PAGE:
<action android:name="android.intent.action.MAIN" />

                <category android:name="android.intent.category.LAUNCHER" />
            </intent-filter>
        </activity>
        <activity
            android:name=".DetailActivity"
            android:label="Details" >
        </activity>
        <activity android:name="MyPreferenceActivity" >
        </activity>

        <service android:name="RssDownloadService" >
        </service>
    </application>

</manifest> 

13. More details of the Android manifest

13.1. Version and package

The package attribute defines the base package for the Java objects referred to in this file. If a Java object lies within a different package, it must be declared with the full qualified package name.

Google Play requires that every Android application uses its own unique package name. Therefore it is a good habit to use your reverse domain name here. This will avoid collisions with other Android applications.

android:versionName and android:versionCode specify the version of your application. versionName is what the user sees and can be any string.

versionCode must be an integer. The Android Market determines whether it should perform an update of the applications for the existing installation based on that versionCode. You typically start with "1" and increase this value by one if you roll-out a new version of your application.

13.2. Application and components

The <application> section allows to define metadata for your application and optionally define an explicit application class. It is also a container for declaring your Android components.

The <activity> tag defines an activity component. The name attribute points to class, which (if not fully qualified) is relative to the package defined in the package attribute.

The intent filter part in the Android manifest file, tells the Android runtime that this activity should be registered as a possible entry point into the application and made available in the launcher of the Android system. The action defines that it (android:name="android.intent.action.MAIN" ) can be started and the category android:name="android.intent.category.LAUNCHER" parameter tells the Android system to add the activity to the launcher.

The @string/app_name value refers to resource files which contain the actual value of the application name. The usage of a resource file makes it easy to provide different resources (e.g., strings, colors, icons) for different devices and makes it easy to translate applications.

Similar to the <activity> tag, you can use the service, receiver and provider to declare other Android components.

13.3. Minimum and target SDK

The uses-sdk section in the manifest allows you to specify the minSdkVersion and targetSdkVersion version of your application.

Table 4. Minimum and target version

Value Description
minSdkVersion Define the minimum version of Android your application works on. This attribute is used as a filter in Google Play, i.e., a user cannot install your application on a device with a lower API level than specified in this attribute.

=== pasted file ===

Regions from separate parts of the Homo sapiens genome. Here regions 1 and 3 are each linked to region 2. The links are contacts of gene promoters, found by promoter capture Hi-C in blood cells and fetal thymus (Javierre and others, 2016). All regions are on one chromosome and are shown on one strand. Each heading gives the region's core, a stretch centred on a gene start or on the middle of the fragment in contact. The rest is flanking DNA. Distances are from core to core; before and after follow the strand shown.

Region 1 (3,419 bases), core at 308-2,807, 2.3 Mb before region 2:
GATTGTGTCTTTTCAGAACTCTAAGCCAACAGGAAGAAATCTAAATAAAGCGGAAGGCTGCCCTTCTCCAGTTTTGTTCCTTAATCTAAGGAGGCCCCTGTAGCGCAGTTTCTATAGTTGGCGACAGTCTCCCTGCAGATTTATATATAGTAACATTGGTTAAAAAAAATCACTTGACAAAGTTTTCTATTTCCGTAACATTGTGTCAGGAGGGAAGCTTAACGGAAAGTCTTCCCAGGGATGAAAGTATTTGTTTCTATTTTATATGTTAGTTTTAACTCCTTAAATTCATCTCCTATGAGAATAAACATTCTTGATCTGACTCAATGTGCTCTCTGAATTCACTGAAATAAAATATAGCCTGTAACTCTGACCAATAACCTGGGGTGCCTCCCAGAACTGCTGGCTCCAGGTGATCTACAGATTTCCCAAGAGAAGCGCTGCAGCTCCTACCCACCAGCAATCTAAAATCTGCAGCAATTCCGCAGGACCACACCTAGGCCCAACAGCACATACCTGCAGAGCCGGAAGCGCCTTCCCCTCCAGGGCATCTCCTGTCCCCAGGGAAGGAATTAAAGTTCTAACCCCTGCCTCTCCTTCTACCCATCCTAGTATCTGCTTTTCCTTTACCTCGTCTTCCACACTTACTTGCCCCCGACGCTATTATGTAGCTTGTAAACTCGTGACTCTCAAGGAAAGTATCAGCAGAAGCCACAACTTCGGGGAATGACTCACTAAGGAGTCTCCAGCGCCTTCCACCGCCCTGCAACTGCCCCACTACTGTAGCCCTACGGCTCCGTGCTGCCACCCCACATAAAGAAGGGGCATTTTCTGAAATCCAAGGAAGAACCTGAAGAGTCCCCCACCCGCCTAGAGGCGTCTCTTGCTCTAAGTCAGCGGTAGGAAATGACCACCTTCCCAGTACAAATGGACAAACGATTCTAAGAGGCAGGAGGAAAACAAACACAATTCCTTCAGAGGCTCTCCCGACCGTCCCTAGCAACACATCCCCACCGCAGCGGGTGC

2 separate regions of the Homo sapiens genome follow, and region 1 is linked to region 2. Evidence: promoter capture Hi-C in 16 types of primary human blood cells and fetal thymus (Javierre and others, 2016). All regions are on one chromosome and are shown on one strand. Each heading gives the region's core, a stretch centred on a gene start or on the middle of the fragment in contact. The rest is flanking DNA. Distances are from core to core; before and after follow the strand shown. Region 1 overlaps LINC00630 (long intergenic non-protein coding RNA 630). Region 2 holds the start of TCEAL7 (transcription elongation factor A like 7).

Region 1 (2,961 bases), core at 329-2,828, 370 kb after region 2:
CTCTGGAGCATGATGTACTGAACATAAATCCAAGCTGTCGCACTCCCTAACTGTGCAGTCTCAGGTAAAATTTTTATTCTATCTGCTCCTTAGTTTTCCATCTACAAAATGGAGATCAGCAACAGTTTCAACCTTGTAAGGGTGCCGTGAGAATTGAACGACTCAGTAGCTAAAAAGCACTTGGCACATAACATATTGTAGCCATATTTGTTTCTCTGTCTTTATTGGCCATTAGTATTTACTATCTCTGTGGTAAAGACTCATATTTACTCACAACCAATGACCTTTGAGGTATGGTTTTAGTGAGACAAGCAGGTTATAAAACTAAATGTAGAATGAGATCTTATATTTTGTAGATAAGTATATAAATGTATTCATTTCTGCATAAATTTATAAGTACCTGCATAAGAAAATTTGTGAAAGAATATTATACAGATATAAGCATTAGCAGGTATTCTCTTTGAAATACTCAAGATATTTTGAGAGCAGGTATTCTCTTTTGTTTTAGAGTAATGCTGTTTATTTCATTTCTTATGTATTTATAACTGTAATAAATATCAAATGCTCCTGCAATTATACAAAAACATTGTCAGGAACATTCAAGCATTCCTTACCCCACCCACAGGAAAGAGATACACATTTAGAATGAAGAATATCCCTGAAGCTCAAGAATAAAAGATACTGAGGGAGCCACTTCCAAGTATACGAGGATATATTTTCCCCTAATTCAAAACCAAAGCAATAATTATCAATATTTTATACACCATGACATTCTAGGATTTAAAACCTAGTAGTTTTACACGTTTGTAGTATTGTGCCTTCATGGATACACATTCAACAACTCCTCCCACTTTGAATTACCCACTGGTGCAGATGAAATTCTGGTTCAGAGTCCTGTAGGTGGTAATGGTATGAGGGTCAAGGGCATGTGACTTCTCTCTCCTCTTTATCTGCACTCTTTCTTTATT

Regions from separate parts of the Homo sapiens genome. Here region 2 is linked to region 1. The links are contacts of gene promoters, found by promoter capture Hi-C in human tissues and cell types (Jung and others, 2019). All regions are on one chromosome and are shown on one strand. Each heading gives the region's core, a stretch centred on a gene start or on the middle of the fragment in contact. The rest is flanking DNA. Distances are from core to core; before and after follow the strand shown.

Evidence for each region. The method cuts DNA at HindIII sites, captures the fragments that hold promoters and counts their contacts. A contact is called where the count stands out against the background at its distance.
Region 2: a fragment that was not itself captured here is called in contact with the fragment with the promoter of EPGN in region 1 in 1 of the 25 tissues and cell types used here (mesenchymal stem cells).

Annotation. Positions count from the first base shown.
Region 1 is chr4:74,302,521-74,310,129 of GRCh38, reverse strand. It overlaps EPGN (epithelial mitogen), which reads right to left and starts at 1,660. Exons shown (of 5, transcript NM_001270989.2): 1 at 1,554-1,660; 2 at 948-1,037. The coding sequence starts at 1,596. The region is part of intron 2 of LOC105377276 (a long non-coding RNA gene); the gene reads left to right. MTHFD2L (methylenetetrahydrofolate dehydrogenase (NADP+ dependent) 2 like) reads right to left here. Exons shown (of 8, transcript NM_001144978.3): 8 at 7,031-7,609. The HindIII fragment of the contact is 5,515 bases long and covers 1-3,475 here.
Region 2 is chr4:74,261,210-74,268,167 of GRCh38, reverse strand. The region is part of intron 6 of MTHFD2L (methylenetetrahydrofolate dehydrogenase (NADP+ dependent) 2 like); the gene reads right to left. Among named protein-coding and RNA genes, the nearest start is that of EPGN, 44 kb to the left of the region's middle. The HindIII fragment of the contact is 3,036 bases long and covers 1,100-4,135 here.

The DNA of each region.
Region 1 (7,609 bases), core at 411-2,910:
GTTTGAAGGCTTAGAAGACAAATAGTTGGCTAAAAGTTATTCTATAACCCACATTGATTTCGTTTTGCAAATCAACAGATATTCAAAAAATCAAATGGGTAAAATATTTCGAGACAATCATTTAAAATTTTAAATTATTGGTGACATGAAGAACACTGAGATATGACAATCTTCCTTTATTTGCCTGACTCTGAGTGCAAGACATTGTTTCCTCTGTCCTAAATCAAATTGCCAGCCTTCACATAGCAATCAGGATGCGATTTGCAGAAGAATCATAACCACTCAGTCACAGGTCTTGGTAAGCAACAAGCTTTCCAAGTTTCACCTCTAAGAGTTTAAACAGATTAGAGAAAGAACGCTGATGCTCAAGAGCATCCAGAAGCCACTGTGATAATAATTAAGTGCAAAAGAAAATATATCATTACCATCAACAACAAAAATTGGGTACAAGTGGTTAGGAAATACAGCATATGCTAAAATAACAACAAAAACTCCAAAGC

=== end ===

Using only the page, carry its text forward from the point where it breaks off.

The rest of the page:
targetSdkVersion Specifies the version on which you tested and developed. If it is not equal to the API version of the Android device, the Android system might apply forward- or backward-compatibility changes. It is good practice to always set this to the latest Android API version to take advantages of changes in the latest Android improvements.


13.4. Permissions

Your application can declare permissions with the <permission> tag and declare that it required a permision with the <uses-permission> tag.

13.5. Required device configuration

The uses-configuration section in the manifest allows you to specify required input methods for your device. For example, the following snippet would require that the device has a hardware keyboard.

<uses-configuration android:reqHardKeyboard="true"/> 

The uses-feature section allows you to specify the required hardware configuration for your device. For example, the following snippet would require that the device has a camera.

<uses-feature android:name="android.hardware.camera" /> 

13.6. Installation location

Via the installLocation attribute of your application you can specify if your application can be installed on the external storage of the device. Use auto or preferExternal to permit this.

Warning

In reality this option is rarely used, as an application installed on the external storage is stopped once the device is connected to a computer and mounted as USB storage.

13.7. More info

You find more information about the attributes and sections of the manifest in the Android Manifest documentation.

14. Resources

14.1. Resource files

Resources, like images and XML configuration files, are kept separate from the source code in Android applications.

Resource files must be placed in the /res directory of your application in a predefined sub-folder. The specific sub-folder depends on type of resource which is stored.